The UK Attorney General has strongly defended the legal advice he gave to Prime Minister Tony Blair about going to war in Iraq.
The attorney general stands by his view that the war was lawful
Lord Goldsmith told the Daily Telegraph it was his "genuinely independent" conclusion that the conflict was legal.
He rejected claims that he was leant on as "conspiracy fantasies".
Lord Goldsmith said he had decided to speak out in the light of the leaking of his advice - and allegations made against his professional integrity.
The attorney general's advice to Downing Street was published in full during the general election campaign, after it was leaked to the media.
Controversy had surrounded the advice after the government repeatedly declined to release it in the months leading up to the campaign.
When published, it showed the attorney general had told Tony Blair on 7 March 2003 a second UN resolution was the safest legal course.
Ten days later, on 17 March 2003, Lord Goldsmith's final advice was given to the Cabinet - but included no concerns about the legality of the war.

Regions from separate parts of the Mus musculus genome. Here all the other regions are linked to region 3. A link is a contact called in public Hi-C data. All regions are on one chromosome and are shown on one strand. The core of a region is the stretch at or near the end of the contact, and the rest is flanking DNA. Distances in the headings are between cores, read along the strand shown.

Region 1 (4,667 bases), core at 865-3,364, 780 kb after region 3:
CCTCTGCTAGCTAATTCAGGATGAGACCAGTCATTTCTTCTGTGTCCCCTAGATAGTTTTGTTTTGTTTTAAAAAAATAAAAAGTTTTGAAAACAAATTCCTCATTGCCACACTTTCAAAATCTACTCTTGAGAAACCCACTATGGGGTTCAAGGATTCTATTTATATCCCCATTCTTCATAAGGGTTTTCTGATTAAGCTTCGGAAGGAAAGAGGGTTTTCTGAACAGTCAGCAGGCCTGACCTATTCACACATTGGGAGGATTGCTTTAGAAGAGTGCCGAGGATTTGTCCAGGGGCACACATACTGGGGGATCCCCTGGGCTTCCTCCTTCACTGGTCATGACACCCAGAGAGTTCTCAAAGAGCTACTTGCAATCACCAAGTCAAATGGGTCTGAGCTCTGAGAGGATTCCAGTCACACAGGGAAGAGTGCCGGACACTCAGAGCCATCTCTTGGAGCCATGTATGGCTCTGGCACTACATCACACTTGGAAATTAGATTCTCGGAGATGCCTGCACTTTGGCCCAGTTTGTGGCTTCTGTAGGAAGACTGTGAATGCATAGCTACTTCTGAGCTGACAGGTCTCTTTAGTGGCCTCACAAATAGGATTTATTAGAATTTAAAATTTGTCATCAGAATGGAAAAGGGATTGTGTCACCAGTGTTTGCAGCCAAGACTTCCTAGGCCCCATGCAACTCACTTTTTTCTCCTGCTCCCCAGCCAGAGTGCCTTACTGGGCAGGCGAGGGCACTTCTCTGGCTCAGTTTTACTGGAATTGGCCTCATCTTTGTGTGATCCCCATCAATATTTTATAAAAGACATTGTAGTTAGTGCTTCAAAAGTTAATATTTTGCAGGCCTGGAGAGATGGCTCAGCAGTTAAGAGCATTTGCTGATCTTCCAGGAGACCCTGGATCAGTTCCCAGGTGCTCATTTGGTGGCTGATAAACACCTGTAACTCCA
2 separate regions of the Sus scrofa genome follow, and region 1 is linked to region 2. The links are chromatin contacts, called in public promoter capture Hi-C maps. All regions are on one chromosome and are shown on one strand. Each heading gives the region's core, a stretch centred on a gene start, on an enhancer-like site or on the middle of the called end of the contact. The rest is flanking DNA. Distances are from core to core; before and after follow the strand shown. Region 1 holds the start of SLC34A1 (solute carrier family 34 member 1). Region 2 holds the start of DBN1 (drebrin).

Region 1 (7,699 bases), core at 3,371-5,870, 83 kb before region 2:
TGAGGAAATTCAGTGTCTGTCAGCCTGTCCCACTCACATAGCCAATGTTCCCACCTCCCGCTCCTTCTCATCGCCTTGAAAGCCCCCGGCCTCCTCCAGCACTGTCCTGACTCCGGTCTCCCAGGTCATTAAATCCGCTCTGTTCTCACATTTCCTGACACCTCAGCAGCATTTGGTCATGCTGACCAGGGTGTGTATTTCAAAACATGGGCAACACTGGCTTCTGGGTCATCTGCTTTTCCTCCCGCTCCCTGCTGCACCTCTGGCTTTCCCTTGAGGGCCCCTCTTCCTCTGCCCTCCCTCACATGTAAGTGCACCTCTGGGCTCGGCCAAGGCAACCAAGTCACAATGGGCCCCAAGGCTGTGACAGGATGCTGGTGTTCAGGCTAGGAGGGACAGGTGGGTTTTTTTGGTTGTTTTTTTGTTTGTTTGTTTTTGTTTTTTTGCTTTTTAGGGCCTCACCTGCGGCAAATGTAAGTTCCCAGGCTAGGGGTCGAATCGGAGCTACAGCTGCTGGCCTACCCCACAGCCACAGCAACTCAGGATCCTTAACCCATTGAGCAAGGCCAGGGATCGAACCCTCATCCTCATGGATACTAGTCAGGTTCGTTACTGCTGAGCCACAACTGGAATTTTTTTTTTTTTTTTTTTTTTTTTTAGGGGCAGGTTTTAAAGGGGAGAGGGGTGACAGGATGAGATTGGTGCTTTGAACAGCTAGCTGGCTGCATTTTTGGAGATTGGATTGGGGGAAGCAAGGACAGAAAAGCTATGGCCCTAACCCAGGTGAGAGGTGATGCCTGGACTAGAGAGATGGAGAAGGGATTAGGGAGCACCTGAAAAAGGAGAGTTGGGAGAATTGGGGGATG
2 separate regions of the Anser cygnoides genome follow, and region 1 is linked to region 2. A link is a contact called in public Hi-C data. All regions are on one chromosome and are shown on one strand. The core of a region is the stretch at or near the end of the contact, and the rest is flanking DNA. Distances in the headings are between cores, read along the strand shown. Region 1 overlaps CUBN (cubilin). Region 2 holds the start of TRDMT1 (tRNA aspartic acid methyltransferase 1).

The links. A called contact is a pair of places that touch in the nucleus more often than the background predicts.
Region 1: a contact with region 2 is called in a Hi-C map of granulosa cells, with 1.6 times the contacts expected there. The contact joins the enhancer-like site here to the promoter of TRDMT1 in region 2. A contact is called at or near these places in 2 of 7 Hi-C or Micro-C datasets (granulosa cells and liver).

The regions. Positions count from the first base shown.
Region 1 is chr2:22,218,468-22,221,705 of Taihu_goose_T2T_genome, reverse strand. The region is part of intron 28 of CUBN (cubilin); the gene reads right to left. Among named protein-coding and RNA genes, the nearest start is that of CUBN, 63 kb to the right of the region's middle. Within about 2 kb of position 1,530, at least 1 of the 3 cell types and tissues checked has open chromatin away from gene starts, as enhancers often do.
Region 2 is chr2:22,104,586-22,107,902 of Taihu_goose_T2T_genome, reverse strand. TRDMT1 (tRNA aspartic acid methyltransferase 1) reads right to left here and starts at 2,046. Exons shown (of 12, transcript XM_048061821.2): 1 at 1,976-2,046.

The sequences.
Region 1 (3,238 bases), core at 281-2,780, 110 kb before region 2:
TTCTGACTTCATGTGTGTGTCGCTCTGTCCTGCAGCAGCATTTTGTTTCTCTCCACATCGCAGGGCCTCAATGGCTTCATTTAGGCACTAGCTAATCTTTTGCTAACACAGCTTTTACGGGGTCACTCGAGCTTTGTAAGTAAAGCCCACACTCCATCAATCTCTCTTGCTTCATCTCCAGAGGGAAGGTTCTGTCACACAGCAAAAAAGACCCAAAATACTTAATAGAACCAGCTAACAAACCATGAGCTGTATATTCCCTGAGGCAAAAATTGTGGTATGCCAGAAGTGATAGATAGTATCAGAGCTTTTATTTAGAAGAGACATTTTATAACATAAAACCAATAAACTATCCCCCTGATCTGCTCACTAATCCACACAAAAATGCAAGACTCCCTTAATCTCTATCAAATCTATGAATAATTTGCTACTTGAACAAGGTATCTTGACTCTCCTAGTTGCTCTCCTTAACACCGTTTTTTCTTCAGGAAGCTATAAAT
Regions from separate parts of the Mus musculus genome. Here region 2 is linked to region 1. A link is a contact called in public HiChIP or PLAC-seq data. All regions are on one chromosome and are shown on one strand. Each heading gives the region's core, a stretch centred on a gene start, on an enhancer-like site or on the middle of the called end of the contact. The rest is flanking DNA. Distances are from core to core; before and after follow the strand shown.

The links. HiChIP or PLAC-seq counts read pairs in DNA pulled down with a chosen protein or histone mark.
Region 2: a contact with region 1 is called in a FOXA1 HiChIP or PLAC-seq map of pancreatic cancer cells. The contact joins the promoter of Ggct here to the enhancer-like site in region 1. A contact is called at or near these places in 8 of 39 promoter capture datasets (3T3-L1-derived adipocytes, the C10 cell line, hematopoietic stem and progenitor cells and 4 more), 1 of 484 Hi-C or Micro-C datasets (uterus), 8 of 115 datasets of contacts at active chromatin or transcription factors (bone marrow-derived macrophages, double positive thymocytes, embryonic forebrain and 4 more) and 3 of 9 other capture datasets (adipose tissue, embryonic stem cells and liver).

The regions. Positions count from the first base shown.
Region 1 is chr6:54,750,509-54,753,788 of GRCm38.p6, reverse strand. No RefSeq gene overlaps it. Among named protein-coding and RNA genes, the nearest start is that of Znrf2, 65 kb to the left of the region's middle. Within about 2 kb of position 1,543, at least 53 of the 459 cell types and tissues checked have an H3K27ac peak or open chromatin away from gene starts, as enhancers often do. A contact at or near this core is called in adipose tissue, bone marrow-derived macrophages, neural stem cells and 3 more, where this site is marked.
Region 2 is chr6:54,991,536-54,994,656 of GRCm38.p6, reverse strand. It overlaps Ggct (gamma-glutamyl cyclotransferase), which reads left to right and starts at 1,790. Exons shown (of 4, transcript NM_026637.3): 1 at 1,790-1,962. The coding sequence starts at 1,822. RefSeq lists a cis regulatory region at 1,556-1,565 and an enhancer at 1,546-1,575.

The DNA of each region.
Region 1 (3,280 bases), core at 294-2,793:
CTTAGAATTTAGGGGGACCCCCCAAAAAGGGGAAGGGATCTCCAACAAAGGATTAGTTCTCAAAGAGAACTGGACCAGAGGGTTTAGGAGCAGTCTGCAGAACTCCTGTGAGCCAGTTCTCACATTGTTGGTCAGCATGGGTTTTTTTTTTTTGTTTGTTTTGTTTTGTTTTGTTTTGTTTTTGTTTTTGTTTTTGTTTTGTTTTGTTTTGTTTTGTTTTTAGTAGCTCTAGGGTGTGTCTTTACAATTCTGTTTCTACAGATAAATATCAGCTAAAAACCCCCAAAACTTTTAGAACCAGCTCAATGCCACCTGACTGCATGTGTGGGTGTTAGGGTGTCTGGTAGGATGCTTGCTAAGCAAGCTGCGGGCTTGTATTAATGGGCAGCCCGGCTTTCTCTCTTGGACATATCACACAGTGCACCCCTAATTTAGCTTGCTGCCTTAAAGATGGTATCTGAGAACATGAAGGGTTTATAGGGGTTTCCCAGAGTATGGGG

Interviewed in the Telegraph, Lord Goldsmith dismissed as "conspiracy fantasies" claims that his final judgement was reached under pressure from the government.
He said: "I stand by my conclusion that military action was lawful. That was a judgement I had to reach. I reached it and I stand by it.
"And I reject suggestions that I was leant on, or that this somehow was not my genuine opinion."
The attorney general said he would not have hesitated to give unwelcome legal advice, if that was his genuine opinion.
He had decided to speak out in order to refute allegations made against his professional integrity after the advice was leaked, he added.
Lord Goldsmith repeated his opinion that the war was justified by the "revival" of the original UN Security Council resolution 678, passed in 1990, which authorised the removal of Iraqi troops from Kuwait.
Critics have asked why the possible doubts and arguments about the legality of the war set out in the attorney general's 7 March advice were not shown to the Cabinet.
Lord Goldsmith's nine-paragraph written answer to Parliament on 17 March raised no such doubts, stating: "Authority to use force against Iraq exists" from previous UN resolutions.